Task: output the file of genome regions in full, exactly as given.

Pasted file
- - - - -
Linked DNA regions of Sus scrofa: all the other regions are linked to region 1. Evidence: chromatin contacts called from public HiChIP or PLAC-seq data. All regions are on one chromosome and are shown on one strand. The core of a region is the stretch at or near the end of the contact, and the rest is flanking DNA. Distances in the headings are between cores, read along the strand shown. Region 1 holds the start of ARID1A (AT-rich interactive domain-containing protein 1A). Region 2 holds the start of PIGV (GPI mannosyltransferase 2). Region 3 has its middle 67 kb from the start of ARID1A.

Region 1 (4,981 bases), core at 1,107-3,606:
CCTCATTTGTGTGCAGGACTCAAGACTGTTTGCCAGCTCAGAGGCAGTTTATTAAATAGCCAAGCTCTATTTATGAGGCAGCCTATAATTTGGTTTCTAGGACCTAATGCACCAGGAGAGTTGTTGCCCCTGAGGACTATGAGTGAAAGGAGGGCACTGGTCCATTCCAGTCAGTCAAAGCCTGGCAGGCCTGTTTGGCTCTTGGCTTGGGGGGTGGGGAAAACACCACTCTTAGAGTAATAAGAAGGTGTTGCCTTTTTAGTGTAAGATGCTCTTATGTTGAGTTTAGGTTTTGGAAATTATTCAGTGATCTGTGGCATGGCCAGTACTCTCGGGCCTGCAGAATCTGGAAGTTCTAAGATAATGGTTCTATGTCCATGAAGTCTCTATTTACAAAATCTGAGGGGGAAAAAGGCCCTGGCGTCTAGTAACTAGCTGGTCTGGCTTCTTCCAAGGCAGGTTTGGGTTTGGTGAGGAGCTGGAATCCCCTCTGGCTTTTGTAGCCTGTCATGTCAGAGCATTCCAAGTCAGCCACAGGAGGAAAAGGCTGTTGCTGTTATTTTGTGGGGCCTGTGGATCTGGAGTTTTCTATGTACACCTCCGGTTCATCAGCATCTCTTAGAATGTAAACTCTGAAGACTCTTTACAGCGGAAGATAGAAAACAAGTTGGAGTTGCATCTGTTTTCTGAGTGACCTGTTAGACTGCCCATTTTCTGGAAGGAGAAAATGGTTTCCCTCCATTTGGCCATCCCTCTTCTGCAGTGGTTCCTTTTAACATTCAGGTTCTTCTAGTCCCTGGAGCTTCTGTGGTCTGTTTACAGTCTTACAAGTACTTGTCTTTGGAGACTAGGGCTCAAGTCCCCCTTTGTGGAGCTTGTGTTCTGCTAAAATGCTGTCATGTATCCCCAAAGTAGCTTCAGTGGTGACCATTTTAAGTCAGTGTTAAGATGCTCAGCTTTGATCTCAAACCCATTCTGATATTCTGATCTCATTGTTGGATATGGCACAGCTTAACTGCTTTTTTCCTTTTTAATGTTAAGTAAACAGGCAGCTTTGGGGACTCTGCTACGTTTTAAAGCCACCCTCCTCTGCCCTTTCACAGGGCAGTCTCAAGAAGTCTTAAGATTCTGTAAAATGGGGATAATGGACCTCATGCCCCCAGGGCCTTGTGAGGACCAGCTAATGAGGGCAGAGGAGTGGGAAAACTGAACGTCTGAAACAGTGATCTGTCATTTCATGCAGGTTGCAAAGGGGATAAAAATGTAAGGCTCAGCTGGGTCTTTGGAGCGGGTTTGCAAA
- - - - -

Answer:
Linked DNA regions of Sus scrofa: all the other regions are linked to region 1. Evidence: chromatin contacts called from public HiChIP or PLAC-seq data. All regions are on one chromosome and are shown on one strand. The core of a region is the stretch at or near the end of the contact, and the rest is flanking DNA. Distances in the headings are between cores, read along the strand shown. Region 1 holds the start of ARID1A (AT-rich interactive domain-containing protein 1A). Region 2 holds the start of PIGV (GPI mannosyltransferase 2). Region 3 has its middle 67 kb from the start of ARID1A.

Region 1 (4,981 bases), core at 1,107-3,606:
CCTCATTTGTGTGCAGGACTCAAGACTGTTTGCCAGCTCAGAGGCAGTTTATTAAATAGCCAAGCTCTATTTATGAGGCAGCCTATAATTTGGTTTCTAGGACCTAATGCACCAGGAGAGTTGTTGCCCCTGAGGACTATGAGTGAAAGGAGGGCACTGGTCCATTCCAGTCAGTCAAAGCCTGGCAGGCCTGTTTGGCTCTTGGCTTGGGGGGTGGGGAAAACACCACTCTTAGAGTAATAAGAAGGTGTTGCCTTTTTAGTGTAAGATGCTCTTATGTTGAGTTTAGGTTTTGGAAATTATTCAGTGATCTGTGGCATGGCCAGTACTCTCGGGCCTGCAGAATCTGGAAGTTCTAAGATAATGGTTCTATGTCCATGAAGTCTCTATTTACAAAATCTGAGGGGGAAAAAGGCCCTGGCGTCTAGTAACTAGCTGGTCTGGCTTCTTCCAAGGCAGGTTTGGGTTTGGTGAGGAGCTGGAATCCCCTCTGGCTTTTGTAGCCTGTCATGTCAGAGCATTCCAAGTCAGCCACAGGAGGAAAAGGCTGTTGCTGTTATTTTGTGGGGCCTGTGGATCTGGAGTTTTCTATGTACACCTCCGGTTCATCAGCATCTCTTAGAATGTAAACTCTGAAGACTCTTTACAGCGGAAGATAGAAAACAAGTTGGAGTTGCATCTGTTTTCTGAGTGACCTGTTAGACTGCCCATTTTCTGGAAGGAGAAAATGGTTTCCCTCCATTTGGCCATCCCTCTTCTGCAGTGGTTCCTTTTAACATTCAGGTTCTTCTAGTCCCTGGAGCTTCTGTGGTCTGTTTACAGTCTTACAAGTACTTGTCTTTGGAGACTAGGGCTCAAGTCCCCCTTTGTGGAGCTTGTGTTCTGCTAAAATGCTGTCATGTATCCCCAAAGTAGCTTCAGTGGTGACCATTTTAAGTCAGTGTTAAGATGCTCAGCTTTGATCTCAAACCCATTCTGATATTCTGATCTCATTGTTGGATATGGCACAGCTTAACTGCTTTTTTCCTTTTTAATGTTAAGTAAACAGGCAGCTTTGGGGACTCTGCTACGTTTTAAAGCCACCCTCCTCTGCCCTTTCACAGGGCAGTCTCAAGAAGTCTTAAGATTCTGTAAAATGGGGATAATGGACCTCATGCCCCCAGGGCCTTGTGAGGACCAGCTAATGAGGGCAGAGGAGTGGGAAAACTGAACGTCTGAAACAGTGATCTGTCATTTCATGCAGGTTGCAAAGGGGATAAAAATGTAAGGCTCAGCTGGGTCTTTGGAGCGGGTTTGCAAA